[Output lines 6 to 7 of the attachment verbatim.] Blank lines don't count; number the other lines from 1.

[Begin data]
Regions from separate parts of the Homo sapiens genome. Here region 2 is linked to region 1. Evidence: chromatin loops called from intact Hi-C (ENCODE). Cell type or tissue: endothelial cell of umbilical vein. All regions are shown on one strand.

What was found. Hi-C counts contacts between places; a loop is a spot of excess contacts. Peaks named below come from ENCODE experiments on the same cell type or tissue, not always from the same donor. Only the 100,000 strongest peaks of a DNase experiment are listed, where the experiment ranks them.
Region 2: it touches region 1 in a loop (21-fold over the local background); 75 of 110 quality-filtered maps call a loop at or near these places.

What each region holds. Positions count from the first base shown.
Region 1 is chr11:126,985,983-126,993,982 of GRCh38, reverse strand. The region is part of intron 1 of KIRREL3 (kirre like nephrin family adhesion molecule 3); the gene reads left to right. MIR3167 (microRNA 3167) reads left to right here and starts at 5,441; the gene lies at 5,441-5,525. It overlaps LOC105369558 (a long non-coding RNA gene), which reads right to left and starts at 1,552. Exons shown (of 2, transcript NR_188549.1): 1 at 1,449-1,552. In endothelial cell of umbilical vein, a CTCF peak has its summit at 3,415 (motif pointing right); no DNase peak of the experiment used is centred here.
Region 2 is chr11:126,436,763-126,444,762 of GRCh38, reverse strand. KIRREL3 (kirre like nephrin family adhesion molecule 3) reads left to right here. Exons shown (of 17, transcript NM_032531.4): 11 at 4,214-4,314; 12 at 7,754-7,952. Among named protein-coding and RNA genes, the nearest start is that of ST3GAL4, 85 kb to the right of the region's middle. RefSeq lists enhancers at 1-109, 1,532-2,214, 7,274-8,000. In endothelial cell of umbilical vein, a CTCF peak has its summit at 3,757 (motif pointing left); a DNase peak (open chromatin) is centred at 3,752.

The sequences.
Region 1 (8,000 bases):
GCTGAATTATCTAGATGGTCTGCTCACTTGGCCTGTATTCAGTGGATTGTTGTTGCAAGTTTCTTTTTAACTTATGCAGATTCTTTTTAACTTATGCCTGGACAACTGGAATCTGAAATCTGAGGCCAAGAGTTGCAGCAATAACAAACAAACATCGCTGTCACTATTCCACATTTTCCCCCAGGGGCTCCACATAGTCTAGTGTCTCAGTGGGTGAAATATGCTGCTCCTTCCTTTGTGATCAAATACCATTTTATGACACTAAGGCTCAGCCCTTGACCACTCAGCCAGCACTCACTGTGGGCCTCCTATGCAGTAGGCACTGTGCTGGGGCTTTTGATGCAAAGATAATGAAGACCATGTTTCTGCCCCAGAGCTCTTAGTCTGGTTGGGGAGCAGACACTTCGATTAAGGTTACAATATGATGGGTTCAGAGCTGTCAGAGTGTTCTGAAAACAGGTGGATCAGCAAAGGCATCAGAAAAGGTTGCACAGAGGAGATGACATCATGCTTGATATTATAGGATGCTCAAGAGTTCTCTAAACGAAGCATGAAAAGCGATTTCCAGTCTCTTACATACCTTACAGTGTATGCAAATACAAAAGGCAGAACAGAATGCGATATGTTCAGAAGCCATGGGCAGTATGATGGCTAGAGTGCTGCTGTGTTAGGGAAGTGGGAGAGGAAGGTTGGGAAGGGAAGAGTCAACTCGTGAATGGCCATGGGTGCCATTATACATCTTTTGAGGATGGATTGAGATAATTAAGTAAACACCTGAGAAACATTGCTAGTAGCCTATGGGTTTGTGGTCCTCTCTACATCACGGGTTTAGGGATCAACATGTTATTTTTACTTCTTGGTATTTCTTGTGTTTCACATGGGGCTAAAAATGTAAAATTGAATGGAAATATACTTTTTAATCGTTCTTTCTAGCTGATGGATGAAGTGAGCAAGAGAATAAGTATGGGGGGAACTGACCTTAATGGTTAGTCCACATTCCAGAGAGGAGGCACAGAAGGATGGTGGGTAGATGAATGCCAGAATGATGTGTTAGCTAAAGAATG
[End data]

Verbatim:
Region 2 is chr11:126,436,763-126,444,762 of GRCh38, reverse strand. KIRREL3 (kirre like nephrin family adhesion molecule 3) reads left to right here. Exons shown (of 17, transcript NM_032531.4): 11 at 4,214-4,314; 12 at 7,754-7,952. Among named protein-coding and RNA genes, the nearest start is that of ST3GAL4, 85 kb to the right of the region's middle. RefSeq lists enhancers at 1-109, 1,532-2,214, 7,274-8,000. In endothelial cell of umbilical vein, a CTCF peak has its summit at 3,757 (motif pointing left); a DNase peak (open chromatin) is centred at 3,752.

The sequences.